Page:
03 March 2014

On Social and Professional Networks

For this week's reflection I am going to focus on Twitter as a social media outlet that can be useful for teachers and students. The focus is narrow in an attempt this post from getting too long.

There is no good reason that I can think of for teachers NOT to be using social networking to improve their practice. When new teachers ask me about the best way to learn about their field, I tell them to join Twitter. In the past, I've posted about teachers getting involved on Twitter. I've even gone so far as to say that being on Twitter is akin to a professional responsibility.

Most of the people I follow on Twitter are educators or people/organizations associated with education. With that said, my Twitter use has changed over the past few years. I spend less time on Twitter than I used to. Not because I don't find it valuable, but because there was so MUCH information, I could no longer filter it and spent several hours a day working through my feed. There are so many awesome educators out there sharing what they know and I want to know about ALL of it! Unfortunately, I don't have the time.

Leading Motivated Learners has a post about the potential pitfalls of Twitter for educators. We DO need to find a balance in our online lives.

Students should also use social media to support their learning. Students, also known as Digital Natives, often use social media in different ways from those of us who are Digital Immigrants. This presentation (it's worth viewing even though it's old in internet years) shows some different ways that students interact with media as well as WHY they use social media the way they do. In my experience, students see social media tools such as Twitter, Facebook, and Instagram as ways to connect with their friends rather than as a tool to support their learning.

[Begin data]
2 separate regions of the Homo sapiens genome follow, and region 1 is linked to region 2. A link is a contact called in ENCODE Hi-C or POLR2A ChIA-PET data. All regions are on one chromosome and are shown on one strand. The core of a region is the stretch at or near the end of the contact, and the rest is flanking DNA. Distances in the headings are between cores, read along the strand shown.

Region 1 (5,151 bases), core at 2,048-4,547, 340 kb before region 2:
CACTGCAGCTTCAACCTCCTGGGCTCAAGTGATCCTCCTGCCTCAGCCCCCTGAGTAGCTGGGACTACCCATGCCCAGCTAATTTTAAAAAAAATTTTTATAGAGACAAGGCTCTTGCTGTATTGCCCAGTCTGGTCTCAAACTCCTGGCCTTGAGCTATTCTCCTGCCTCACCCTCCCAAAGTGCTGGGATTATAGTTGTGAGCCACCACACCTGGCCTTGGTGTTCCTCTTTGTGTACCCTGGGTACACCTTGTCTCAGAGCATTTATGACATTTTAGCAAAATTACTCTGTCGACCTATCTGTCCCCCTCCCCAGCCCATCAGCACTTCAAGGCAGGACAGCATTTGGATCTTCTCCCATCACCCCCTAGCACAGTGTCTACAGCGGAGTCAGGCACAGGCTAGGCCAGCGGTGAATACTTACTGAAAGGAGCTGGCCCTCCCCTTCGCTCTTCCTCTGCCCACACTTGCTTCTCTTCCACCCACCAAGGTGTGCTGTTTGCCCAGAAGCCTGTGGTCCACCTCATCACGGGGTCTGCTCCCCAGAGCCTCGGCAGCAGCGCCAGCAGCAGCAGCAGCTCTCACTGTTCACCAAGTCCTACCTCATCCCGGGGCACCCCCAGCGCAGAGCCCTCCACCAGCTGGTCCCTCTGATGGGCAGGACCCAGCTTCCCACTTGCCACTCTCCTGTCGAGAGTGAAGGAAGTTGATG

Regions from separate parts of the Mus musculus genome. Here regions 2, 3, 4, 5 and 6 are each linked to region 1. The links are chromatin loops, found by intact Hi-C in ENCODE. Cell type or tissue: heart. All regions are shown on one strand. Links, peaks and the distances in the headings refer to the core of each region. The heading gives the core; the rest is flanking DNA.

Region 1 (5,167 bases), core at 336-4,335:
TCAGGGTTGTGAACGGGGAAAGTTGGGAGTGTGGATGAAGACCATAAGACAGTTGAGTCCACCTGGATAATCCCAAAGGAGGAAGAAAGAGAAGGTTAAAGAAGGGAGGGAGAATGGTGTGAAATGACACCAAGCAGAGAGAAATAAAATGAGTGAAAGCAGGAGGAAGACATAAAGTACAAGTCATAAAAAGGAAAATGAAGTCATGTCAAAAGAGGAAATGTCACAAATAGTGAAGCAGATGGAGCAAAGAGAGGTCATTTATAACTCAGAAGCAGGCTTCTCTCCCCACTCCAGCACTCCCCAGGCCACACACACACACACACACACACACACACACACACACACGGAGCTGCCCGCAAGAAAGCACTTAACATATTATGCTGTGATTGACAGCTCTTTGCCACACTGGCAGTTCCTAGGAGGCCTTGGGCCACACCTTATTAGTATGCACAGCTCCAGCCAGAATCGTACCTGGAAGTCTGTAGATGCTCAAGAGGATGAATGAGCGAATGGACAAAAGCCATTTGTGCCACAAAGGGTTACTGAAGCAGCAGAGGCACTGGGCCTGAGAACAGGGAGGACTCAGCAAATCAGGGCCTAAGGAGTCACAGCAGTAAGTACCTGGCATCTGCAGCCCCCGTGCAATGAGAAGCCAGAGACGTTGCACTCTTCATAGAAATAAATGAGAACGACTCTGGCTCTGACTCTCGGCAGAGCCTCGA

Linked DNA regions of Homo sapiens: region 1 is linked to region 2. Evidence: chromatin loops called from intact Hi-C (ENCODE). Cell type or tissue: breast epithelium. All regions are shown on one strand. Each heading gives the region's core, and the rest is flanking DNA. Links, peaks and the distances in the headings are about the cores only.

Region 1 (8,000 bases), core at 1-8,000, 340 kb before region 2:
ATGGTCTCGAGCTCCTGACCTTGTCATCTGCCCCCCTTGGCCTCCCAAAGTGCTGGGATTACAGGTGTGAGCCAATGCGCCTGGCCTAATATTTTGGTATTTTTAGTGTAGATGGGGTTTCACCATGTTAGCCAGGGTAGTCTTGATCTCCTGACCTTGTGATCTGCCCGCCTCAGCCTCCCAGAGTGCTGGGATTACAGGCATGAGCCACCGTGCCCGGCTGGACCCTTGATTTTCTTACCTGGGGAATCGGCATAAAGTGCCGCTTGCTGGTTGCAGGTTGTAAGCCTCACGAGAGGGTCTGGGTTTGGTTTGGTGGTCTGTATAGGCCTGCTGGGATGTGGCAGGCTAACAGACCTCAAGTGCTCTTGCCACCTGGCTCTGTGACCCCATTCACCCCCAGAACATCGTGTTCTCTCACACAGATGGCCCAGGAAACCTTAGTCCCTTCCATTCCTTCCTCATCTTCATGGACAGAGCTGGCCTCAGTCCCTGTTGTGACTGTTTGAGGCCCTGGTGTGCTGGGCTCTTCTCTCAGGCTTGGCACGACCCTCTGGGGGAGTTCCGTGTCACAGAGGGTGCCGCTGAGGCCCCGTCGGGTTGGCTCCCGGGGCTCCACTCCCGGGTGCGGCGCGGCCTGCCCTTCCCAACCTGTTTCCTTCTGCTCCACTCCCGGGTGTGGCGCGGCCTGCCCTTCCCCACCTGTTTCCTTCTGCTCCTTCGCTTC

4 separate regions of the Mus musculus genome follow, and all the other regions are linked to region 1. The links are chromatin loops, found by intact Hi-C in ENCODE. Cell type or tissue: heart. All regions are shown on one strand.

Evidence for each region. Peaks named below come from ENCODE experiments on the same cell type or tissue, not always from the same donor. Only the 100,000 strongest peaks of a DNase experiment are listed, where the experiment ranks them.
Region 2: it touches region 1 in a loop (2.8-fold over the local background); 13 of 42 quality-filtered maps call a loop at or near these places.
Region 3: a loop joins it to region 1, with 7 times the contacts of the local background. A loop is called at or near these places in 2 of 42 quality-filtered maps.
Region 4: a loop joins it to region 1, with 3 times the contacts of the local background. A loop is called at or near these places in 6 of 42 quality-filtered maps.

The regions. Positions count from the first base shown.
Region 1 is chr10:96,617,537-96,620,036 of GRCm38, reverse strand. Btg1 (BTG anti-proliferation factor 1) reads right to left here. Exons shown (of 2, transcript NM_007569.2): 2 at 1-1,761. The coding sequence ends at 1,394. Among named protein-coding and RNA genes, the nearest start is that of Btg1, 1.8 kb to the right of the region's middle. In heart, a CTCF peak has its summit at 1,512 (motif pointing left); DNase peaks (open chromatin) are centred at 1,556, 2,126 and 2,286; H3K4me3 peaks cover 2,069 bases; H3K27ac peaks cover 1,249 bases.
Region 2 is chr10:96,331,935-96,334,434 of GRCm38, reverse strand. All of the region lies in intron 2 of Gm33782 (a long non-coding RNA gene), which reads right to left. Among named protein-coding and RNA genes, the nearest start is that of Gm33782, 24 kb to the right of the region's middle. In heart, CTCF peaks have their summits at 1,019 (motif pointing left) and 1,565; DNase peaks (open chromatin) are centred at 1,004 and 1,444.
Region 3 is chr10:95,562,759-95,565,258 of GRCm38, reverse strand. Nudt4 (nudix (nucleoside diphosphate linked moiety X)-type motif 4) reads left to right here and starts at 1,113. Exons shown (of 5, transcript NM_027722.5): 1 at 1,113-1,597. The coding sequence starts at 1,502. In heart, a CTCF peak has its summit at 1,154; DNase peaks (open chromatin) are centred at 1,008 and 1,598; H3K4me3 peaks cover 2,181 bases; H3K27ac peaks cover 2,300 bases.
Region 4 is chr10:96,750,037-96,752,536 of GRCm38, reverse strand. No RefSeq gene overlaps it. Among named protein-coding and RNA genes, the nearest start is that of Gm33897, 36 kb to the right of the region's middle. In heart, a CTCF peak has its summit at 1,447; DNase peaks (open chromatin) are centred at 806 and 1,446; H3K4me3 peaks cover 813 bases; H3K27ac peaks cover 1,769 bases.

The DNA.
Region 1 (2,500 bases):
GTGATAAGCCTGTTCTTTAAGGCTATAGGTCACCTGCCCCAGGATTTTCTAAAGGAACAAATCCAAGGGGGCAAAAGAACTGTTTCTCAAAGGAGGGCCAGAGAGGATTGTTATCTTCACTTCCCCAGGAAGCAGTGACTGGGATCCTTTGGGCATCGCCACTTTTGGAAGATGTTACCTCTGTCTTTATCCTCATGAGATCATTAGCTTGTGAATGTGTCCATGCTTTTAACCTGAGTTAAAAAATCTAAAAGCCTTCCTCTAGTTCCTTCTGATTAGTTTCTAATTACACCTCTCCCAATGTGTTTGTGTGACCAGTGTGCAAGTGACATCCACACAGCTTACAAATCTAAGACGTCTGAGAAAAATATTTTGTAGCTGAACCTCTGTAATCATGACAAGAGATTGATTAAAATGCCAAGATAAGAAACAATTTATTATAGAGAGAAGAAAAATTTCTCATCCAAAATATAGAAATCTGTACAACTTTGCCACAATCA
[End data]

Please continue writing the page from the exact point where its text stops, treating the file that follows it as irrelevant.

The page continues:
Because students don't spend time in a Digital Presence class learning about the use and misuse of social media, I spend time talking about crafting a media presence and carefully selecting their words and images before posting. It still strikes me as odd that even though they personally know of people who have been bullied online, they often don't consider the potential consequences of every post they make because they view their social media use as between friends (as opposed to something that can get out in the wild and develop a life of its own).

So…what about MY social media use? As I said, I'm not on Twitter as much these days and in Facebook land I am a grammar-nerdy cat lady who loves taking pictures of food. Since my students are gravitating toward Instagram, I have been experimenting with it, though, frankly, I still don't get it. Even though I am a visual learner, I often forget to take photos of my daily goings on. This is from last week's adventure in Washington D.C.

On a final note, I did use Instagram for a student assignment earlier this year (and modified it for those students who do not have Instagram). As part of the #greatnature project with National Geographic, my students took photos of their local environment and posted them with the #greatnature tag. I enjoyed looking at the pictures the teams of students collected and posted. I will probably do something like that again, but I want to make it more academically rigorous.